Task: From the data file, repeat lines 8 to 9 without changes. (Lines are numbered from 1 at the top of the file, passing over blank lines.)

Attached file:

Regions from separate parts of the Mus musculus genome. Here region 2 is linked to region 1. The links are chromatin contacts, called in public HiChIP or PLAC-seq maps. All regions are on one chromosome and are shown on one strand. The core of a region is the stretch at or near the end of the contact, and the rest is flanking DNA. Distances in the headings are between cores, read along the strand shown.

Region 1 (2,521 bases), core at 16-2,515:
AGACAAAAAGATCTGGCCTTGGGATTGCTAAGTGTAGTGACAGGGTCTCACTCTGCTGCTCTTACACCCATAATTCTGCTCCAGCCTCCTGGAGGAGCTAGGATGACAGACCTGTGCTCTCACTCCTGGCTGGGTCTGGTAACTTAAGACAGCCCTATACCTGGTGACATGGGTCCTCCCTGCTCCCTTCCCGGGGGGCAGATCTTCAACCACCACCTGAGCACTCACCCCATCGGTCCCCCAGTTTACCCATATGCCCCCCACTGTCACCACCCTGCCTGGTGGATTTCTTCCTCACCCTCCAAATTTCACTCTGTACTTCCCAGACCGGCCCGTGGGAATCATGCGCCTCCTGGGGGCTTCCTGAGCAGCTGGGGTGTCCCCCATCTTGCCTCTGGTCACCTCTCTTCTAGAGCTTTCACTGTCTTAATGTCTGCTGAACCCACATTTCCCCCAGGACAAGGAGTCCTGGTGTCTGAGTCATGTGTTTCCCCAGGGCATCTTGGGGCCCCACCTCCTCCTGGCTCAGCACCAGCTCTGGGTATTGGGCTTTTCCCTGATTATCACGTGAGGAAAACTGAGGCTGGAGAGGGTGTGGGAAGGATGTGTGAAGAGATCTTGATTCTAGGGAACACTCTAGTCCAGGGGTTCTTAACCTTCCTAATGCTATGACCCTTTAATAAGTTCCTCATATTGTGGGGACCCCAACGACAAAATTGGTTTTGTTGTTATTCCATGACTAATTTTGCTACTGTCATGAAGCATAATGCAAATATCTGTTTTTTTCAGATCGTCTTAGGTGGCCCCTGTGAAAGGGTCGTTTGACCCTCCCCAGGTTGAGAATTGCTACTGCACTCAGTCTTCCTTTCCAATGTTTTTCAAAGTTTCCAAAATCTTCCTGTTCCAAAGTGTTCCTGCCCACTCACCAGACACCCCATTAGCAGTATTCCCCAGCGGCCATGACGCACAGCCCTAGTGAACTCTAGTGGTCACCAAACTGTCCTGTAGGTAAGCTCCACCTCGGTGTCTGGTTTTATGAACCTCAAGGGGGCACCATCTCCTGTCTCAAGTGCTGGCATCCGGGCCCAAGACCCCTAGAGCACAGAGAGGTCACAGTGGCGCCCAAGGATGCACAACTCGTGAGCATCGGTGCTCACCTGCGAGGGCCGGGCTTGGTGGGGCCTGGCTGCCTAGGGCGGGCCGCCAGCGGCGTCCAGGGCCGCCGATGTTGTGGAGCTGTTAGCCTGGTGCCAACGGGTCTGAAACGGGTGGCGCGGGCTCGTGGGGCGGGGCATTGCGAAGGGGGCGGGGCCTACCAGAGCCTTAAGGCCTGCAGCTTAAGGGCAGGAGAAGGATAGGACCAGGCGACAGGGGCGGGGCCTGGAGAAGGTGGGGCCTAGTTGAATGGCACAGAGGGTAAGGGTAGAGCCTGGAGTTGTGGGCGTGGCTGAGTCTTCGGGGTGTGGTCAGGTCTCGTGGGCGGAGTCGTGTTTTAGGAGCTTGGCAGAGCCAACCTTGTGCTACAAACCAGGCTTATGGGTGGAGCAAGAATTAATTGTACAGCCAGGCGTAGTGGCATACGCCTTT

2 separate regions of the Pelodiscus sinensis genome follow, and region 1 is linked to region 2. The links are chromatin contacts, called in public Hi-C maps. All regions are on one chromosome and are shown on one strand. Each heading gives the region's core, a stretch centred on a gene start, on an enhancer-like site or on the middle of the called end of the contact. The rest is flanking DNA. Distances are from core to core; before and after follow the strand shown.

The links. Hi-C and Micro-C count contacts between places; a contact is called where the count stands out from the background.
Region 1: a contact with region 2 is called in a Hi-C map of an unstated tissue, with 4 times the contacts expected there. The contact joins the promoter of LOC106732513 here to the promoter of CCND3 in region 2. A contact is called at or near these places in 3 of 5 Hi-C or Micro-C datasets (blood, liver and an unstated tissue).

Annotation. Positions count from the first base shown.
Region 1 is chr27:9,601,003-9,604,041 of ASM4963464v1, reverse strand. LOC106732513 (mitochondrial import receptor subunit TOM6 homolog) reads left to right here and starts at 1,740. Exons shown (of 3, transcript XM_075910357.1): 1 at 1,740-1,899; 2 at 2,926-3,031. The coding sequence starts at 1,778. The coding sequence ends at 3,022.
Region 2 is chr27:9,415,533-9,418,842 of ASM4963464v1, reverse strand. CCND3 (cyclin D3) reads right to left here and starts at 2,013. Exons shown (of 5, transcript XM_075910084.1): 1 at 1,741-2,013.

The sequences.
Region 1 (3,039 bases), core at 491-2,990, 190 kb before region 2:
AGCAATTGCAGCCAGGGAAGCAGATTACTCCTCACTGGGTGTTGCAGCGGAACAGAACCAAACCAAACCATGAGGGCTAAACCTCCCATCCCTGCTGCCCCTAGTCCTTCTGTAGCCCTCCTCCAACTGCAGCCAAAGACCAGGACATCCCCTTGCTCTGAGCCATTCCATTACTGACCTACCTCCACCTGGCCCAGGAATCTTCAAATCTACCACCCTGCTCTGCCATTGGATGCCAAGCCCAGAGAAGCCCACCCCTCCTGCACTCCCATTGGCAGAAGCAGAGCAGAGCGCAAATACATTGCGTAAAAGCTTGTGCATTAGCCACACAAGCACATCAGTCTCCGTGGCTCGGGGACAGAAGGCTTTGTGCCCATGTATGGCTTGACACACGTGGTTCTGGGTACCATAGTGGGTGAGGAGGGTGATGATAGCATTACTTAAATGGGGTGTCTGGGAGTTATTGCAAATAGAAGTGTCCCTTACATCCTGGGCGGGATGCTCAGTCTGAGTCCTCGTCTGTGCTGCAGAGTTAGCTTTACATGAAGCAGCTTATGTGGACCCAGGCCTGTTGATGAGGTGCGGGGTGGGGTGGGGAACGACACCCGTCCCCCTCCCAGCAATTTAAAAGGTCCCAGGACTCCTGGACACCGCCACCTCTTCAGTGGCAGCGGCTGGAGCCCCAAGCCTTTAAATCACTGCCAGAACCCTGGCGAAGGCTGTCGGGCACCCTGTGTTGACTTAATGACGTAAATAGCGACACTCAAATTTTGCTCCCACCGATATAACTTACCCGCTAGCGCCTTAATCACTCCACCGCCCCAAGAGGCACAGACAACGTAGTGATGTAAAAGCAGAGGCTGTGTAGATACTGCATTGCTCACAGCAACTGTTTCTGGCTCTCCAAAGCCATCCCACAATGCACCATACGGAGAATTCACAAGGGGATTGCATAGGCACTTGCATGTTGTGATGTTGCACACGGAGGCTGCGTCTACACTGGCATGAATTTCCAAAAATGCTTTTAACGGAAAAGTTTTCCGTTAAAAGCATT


Region 1 is chr27:9,601,003-9,604,041 of ASM4963464v1, reverse strand. LOC106732513 (mitochondrial import receptor subunit TOM6 homolog) reads left to right here and starts at 1,740. Exons shown (of 3, transcript XM_075910357.1): 1 at 1,740-1,899; 2 at 2,926-3,031. The coding sequence starts at 1,778. The coding sequence ends at 3,022.
Region 2 is chr27:9,415,533-9,418,842 of ASM4963464v1, reverse strand. CCND3 (cyclin D3) reads right to left here and starts at 2,013. Exons shown (of 5, transcript XM_075910084.1): 1 at 1,741-2,013.